16 Aug 2006
University spin-off exploits dislocation loops to force light out of silicon.
Si-Light, a spin-out from the UK's University of Surrey, has received equity seed funding worth £150,000 ($284,000) to develop silicon-based light emitters.
The company, which says that its technology is compatible with standard semiconductor manufacturing processes, will use cash from the UK's Cascade Fund to complete prototype designs of emitter-waveguide systems.
Si-Light's technology is based on the discovery by its founder Kevin Homewood, a professor at the University of Surrey, that silicon featuring so-called "dislocation loops" can emit light. These dislocation loops, which are formed by implanting the silicon with rare-earth materials, produce strains that confine charge carriers and so improve the silicon's radiative efficiency.
"The frequency of light emission depends on what is implanted in the silicon," commented Si-Light CEO Kevin Arthur. "We want to look at different rare-earths and their impact on what is effectively a silicon LED."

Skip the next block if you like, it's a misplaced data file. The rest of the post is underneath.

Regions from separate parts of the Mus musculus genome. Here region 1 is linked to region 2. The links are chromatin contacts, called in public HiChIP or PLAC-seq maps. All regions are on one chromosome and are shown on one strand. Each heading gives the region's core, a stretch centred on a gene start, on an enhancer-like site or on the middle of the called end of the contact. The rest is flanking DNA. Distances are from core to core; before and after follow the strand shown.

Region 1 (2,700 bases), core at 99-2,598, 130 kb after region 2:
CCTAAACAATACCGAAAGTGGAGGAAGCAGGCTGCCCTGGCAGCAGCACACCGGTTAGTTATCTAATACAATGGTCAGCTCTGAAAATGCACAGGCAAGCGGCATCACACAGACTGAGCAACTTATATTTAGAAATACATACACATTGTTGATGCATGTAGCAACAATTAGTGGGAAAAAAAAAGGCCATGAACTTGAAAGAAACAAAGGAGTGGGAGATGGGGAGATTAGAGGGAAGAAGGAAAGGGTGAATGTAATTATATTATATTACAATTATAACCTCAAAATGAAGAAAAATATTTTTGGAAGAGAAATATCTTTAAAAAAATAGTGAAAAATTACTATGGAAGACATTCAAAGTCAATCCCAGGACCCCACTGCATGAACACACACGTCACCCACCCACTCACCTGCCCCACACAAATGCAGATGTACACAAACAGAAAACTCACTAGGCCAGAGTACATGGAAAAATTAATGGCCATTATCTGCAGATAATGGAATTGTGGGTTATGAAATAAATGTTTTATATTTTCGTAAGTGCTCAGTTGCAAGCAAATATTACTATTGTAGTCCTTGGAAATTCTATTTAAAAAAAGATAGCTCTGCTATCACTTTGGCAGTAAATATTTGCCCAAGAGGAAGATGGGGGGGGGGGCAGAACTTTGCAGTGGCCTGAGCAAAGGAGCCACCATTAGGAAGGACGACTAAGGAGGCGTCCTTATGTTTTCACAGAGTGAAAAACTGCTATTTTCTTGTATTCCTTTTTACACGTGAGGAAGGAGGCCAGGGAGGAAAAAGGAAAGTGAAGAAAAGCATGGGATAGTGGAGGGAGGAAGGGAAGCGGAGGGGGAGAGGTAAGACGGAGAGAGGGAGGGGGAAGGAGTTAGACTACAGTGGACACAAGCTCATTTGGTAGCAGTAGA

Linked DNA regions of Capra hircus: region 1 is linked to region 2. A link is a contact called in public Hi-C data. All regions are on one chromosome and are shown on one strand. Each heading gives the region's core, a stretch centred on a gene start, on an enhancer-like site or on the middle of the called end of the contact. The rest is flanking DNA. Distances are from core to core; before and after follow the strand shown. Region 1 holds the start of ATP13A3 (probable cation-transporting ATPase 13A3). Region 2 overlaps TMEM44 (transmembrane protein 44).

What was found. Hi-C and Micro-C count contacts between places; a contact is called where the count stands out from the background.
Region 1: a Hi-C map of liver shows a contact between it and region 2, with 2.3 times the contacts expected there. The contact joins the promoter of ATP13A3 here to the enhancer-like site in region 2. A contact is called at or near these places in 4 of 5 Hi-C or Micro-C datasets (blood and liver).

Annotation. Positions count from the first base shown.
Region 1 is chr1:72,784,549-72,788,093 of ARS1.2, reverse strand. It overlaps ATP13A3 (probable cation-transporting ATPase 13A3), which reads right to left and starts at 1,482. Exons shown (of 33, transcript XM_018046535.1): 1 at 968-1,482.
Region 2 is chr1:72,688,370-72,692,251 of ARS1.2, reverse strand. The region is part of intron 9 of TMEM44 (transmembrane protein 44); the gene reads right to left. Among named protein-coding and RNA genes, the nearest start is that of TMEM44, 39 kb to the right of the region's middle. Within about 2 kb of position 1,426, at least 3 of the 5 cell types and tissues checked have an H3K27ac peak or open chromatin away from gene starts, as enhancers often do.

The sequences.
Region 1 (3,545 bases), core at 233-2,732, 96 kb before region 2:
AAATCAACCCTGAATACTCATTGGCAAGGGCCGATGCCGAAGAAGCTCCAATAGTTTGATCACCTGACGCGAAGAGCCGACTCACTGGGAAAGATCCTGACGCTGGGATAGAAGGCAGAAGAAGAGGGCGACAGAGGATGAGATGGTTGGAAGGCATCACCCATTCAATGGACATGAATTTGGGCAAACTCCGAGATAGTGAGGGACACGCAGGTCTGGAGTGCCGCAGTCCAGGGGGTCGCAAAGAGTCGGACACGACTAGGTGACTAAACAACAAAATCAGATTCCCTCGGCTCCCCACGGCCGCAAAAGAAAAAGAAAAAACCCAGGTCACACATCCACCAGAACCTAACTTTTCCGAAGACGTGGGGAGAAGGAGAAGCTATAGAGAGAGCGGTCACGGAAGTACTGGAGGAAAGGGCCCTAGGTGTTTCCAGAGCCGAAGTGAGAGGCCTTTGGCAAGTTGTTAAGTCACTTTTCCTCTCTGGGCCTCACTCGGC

Si-Light has already demonstrated a silicon LED emitting at 1.5 µm. The company also plans to make 1.3 µm emitters and, eventually, a laser.
Arthur believes that the technology could find applications in fiber-to-the-home communication systems, as well as optical links between microprocessors for advanced computing.
Arthur said the latest round of funding would be used to develop a business plan that will be presented to venture capital companies later this year. John Read, who was appointed chairman in April 2005. said the money would also allow Si-Light to expand its demonstration capability. "At present all our emitters are in bulk silicon, but there is also an opportunity to demonstrate our compatibility with silicon-on-insulator," he said.
The financing was led by the Cascade Fund, which provides financial and business assistance to spin-off companies from five universities in the south-east of England.